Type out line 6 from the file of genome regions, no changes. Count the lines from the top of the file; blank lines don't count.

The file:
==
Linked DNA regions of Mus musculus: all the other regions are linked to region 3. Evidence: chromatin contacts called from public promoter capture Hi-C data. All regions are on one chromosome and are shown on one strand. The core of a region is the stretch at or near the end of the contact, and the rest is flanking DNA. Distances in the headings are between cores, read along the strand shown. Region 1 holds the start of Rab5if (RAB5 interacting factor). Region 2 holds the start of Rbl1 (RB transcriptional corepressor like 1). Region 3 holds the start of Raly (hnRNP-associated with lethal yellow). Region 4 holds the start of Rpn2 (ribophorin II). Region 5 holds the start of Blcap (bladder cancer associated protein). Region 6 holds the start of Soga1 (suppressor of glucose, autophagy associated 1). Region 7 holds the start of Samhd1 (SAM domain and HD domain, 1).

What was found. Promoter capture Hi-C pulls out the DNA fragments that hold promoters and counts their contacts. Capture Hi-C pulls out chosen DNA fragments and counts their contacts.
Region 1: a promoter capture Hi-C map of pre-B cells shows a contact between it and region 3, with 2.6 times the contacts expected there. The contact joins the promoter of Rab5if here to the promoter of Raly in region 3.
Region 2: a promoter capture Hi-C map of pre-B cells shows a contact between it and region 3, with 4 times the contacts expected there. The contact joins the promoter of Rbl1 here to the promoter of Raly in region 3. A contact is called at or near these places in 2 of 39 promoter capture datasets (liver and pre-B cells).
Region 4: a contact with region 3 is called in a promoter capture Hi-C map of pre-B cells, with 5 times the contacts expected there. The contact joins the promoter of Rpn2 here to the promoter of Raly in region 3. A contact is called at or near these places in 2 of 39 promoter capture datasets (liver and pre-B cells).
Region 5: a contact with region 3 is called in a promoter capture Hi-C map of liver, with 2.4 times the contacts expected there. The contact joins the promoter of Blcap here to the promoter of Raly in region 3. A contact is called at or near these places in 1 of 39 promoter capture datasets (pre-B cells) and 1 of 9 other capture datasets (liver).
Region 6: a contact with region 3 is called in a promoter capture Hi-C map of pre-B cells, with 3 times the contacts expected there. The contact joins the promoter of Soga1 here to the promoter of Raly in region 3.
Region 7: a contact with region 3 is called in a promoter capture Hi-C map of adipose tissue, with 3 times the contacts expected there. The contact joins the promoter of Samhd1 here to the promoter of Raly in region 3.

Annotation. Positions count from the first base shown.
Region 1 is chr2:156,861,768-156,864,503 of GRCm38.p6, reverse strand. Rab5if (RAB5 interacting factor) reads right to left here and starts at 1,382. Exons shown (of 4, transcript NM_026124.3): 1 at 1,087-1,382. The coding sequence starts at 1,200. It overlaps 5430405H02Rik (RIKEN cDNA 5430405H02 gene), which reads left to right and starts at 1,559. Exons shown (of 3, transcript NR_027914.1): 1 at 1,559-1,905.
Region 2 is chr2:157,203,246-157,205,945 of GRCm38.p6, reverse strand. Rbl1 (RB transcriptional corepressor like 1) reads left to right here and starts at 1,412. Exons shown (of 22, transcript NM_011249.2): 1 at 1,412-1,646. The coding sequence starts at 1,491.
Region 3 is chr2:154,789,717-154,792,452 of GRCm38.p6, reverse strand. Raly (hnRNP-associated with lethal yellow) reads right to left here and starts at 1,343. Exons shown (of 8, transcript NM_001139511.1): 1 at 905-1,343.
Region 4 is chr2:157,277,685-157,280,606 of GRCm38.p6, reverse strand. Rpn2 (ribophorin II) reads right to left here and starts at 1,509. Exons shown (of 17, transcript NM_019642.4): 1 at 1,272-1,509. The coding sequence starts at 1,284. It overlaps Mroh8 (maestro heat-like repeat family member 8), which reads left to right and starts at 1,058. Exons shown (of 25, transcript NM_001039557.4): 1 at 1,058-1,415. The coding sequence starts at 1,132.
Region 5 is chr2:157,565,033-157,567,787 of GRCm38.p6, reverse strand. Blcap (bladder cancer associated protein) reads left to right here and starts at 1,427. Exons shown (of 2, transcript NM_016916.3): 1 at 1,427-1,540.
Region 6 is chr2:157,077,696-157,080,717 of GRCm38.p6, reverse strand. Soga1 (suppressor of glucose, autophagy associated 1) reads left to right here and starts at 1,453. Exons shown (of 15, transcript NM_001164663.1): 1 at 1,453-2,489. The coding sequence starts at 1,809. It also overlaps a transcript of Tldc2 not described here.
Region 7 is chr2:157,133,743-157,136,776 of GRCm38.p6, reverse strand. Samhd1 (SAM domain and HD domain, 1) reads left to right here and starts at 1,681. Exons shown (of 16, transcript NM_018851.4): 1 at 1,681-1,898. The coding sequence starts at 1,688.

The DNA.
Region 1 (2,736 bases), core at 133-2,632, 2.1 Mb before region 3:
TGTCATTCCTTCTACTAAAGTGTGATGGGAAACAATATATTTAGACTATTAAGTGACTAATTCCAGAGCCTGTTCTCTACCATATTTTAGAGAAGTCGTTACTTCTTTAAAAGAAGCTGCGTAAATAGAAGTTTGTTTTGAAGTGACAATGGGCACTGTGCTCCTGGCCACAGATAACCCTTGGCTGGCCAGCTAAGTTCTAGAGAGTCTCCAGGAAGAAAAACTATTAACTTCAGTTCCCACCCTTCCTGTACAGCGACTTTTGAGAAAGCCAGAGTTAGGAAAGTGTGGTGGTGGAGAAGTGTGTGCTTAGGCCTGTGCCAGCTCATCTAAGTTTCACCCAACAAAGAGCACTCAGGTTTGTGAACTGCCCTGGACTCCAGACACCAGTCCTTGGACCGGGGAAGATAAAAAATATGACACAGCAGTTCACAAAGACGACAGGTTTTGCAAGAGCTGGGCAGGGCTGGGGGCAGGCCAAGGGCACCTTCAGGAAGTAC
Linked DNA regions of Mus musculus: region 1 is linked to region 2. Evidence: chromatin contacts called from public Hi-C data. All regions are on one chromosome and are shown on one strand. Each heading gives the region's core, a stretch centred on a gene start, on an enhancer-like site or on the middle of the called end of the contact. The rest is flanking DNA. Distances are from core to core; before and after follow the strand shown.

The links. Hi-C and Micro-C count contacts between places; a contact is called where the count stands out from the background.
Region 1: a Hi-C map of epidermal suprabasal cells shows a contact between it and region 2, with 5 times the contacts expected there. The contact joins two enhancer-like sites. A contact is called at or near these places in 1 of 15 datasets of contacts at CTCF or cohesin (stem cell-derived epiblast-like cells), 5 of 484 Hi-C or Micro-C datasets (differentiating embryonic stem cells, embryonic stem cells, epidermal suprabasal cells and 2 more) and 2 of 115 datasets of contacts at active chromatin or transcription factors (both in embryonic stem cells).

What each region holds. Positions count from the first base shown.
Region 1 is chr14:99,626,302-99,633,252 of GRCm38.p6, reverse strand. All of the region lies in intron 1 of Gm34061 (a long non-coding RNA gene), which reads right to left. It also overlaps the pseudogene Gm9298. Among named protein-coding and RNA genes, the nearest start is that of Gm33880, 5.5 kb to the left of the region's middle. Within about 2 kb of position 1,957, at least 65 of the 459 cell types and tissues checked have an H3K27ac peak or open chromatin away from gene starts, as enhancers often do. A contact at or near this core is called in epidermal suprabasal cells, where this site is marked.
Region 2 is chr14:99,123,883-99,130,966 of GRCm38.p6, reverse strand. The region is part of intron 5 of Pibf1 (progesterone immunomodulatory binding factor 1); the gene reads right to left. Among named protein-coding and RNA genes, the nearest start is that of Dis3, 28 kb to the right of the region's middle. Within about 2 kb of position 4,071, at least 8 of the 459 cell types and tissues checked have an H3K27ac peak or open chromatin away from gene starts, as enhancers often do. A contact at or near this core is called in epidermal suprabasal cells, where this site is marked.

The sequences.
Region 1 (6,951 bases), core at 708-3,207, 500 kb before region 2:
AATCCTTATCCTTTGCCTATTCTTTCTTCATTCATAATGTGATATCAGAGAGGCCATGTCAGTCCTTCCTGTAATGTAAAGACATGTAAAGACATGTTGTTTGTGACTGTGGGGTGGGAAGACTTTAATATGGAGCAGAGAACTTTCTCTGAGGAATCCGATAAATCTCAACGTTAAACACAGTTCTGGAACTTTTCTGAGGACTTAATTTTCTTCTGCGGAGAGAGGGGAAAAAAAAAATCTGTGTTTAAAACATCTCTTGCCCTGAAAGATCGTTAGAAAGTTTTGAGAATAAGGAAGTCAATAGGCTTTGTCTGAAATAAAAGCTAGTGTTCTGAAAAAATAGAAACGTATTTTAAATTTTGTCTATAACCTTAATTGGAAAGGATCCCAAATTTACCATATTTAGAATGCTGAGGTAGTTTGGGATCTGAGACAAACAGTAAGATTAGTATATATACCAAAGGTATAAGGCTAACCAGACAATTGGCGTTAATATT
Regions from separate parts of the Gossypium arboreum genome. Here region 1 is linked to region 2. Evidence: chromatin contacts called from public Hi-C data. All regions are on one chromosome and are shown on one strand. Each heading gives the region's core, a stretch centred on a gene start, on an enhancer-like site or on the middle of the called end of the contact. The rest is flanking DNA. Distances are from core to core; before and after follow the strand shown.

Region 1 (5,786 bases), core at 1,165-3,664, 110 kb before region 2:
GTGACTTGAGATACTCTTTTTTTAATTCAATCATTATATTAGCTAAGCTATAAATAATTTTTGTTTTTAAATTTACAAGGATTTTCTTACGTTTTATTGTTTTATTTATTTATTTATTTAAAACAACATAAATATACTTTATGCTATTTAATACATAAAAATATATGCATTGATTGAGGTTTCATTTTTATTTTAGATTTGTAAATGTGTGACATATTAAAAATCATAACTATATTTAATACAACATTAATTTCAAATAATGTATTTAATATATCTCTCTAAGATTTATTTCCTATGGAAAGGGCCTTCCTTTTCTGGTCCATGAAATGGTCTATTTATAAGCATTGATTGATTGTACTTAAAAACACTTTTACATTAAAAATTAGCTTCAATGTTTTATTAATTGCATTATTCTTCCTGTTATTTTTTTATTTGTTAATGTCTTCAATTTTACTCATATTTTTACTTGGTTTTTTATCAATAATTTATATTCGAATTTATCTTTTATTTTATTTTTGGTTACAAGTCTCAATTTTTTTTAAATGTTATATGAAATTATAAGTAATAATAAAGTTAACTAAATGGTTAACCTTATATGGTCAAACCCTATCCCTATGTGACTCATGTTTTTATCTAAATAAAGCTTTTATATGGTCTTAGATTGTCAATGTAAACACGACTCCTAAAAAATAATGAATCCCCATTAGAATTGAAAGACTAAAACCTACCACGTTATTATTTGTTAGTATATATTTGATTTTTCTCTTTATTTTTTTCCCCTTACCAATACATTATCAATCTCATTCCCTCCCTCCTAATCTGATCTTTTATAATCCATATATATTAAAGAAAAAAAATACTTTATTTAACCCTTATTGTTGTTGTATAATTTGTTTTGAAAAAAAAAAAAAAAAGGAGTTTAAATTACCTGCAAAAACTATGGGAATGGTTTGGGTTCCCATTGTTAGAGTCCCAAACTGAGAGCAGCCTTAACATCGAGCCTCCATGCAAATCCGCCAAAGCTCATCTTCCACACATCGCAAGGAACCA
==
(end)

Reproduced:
Region 5: a contact with region 3 is called in a promoter capture Hi-C map of liver, with 2.4 times the contacts expected there. The contact joins the promoter of Blcap here to the promoter of Raly in region 3. A contact is called at or near these places in 1 of 39 promoter capture datasets (pre-B cells) and 1 of 9 other capture datasets (liver).